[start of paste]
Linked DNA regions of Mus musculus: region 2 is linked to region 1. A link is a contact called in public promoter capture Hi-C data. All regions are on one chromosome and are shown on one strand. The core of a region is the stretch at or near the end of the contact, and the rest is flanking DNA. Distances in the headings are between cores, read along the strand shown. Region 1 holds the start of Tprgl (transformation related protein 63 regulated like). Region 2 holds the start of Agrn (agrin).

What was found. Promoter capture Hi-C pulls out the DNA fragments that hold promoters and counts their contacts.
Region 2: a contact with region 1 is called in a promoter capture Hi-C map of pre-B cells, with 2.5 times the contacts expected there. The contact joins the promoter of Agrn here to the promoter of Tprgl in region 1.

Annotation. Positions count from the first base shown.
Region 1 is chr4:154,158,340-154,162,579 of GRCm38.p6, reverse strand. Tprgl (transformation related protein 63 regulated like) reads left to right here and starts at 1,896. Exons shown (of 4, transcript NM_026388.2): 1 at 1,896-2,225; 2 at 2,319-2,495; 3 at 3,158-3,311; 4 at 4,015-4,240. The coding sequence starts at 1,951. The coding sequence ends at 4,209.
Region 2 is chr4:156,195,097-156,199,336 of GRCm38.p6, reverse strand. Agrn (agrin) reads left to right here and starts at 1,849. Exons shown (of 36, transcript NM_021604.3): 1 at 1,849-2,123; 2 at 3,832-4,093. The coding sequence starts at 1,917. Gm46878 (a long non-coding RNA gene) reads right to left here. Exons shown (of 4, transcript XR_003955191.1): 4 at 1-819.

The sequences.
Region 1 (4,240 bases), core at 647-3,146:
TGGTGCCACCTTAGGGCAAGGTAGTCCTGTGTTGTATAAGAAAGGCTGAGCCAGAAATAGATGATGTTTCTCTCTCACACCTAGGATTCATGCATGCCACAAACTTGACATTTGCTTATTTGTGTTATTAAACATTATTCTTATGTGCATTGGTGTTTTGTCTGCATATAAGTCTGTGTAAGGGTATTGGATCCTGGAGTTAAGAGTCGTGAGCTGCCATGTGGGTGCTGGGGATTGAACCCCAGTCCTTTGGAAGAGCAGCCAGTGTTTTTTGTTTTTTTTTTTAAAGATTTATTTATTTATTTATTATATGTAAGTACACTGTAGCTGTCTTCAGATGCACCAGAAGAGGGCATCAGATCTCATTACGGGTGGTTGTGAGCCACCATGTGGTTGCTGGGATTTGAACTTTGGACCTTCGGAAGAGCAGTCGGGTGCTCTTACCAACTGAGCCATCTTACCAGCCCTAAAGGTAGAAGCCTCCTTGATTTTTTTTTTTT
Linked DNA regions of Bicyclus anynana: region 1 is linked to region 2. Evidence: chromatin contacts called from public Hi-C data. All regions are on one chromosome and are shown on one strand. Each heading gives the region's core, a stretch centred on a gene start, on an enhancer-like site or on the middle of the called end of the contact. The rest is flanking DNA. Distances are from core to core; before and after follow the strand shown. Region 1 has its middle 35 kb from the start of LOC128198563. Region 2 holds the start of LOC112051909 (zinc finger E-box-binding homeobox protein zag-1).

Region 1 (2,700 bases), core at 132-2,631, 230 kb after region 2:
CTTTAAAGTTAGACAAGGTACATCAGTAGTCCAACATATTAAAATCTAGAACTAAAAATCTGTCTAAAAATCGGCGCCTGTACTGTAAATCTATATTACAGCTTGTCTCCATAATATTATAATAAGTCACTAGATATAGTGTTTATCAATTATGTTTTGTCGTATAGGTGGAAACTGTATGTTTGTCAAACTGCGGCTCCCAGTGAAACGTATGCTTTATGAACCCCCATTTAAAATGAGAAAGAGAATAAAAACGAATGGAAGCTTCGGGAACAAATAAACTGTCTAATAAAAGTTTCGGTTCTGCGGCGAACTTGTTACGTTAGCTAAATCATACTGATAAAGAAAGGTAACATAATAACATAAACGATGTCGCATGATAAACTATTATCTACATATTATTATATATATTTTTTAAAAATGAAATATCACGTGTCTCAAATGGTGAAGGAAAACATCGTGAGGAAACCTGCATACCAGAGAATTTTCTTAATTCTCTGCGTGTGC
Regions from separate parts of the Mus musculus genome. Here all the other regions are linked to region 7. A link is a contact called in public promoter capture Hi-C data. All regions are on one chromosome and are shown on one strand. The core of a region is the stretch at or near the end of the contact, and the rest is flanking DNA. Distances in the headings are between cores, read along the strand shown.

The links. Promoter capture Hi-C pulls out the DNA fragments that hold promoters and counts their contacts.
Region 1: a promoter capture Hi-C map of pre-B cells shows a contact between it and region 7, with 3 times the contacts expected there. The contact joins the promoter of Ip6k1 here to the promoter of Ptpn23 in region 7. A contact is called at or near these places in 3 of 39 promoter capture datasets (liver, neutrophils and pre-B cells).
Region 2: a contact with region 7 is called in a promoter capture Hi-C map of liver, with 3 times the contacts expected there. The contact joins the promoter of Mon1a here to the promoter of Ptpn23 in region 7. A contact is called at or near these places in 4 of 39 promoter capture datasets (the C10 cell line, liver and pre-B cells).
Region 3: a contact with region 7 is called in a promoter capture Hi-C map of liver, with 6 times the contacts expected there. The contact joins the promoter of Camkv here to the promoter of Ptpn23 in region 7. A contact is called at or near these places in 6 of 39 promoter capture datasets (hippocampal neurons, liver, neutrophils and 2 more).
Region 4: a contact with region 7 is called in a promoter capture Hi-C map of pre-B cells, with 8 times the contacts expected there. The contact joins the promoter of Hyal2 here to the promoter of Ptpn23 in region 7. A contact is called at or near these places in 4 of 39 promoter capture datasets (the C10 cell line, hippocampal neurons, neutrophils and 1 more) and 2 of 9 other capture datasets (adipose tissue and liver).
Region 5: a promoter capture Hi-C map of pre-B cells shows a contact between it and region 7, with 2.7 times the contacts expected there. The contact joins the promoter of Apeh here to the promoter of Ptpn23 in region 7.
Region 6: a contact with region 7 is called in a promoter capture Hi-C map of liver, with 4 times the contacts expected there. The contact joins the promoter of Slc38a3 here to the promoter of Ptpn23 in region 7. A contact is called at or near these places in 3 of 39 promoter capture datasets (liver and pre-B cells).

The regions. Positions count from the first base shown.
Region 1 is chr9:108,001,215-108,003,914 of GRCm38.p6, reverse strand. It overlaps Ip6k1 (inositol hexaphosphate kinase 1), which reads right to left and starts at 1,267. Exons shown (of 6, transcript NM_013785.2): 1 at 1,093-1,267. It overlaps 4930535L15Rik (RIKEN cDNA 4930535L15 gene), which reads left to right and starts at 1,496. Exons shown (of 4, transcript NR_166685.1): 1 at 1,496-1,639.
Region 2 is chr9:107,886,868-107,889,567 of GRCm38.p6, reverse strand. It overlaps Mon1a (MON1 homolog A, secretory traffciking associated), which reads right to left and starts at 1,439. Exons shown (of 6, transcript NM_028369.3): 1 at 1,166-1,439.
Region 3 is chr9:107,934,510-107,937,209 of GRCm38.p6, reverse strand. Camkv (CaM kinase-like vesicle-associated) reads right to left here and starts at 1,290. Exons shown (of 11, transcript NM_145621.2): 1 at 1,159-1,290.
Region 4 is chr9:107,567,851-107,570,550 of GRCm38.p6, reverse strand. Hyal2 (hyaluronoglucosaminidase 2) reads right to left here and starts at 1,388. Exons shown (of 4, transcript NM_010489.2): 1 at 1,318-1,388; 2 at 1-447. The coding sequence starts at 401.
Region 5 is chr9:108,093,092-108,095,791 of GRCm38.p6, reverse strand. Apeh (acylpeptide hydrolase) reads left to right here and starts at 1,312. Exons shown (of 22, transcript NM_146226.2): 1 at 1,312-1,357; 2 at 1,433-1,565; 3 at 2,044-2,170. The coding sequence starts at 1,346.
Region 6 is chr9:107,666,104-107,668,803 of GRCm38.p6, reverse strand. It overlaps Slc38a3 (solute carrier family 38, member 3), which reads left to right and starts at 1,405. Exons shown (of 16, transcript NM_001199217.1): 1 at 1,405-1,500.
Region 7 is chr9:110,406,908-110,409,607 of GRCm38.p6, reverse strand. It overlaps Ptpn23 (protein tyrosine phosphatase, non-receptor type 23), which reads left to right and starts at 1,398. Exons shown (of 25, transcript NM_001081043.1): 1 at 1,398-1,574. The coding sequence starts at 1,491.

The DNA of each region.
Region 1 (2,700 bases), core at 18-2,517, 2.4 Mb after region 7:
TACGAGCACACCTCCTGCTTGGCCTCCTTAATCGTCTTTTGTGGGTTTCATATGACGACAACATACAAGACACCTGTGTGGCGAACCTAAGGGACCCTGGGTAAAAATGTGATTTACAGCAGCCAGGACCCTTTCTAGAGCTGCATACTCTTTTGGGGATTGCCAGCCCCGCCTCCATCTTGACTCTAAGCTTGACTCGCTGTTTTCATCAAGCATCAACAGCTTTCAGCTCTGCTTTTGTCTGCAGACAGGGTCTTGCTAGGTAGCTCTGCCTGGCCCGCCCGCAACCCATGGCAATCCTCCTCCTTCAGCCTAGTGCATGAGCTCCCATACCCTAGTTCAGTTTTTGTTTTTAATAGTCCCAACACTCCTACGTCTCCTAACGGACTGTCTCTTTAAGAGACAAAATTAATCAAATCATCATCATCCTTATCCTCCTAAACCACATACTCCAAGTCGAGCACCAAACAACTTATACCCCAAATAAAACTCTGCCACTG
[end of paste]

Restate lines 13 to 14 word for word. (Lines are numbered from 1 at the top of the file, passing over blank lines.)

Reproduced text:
Regions from separate parts of the Mus musculus genome. Here all the other regions are linked to region 7. A link is a contact called in public promoter capture Hi-C data. All regions are on one chromosome and are shown on one strand. The core of a region is the stretch at or near the end of the contact, and the rest is flanking DNA. Distances in the headings are between cores, read along the strand shown.

The links. Promoter capture Hi-C pulls out the DNA fragments that hold promoters and counts their contacts.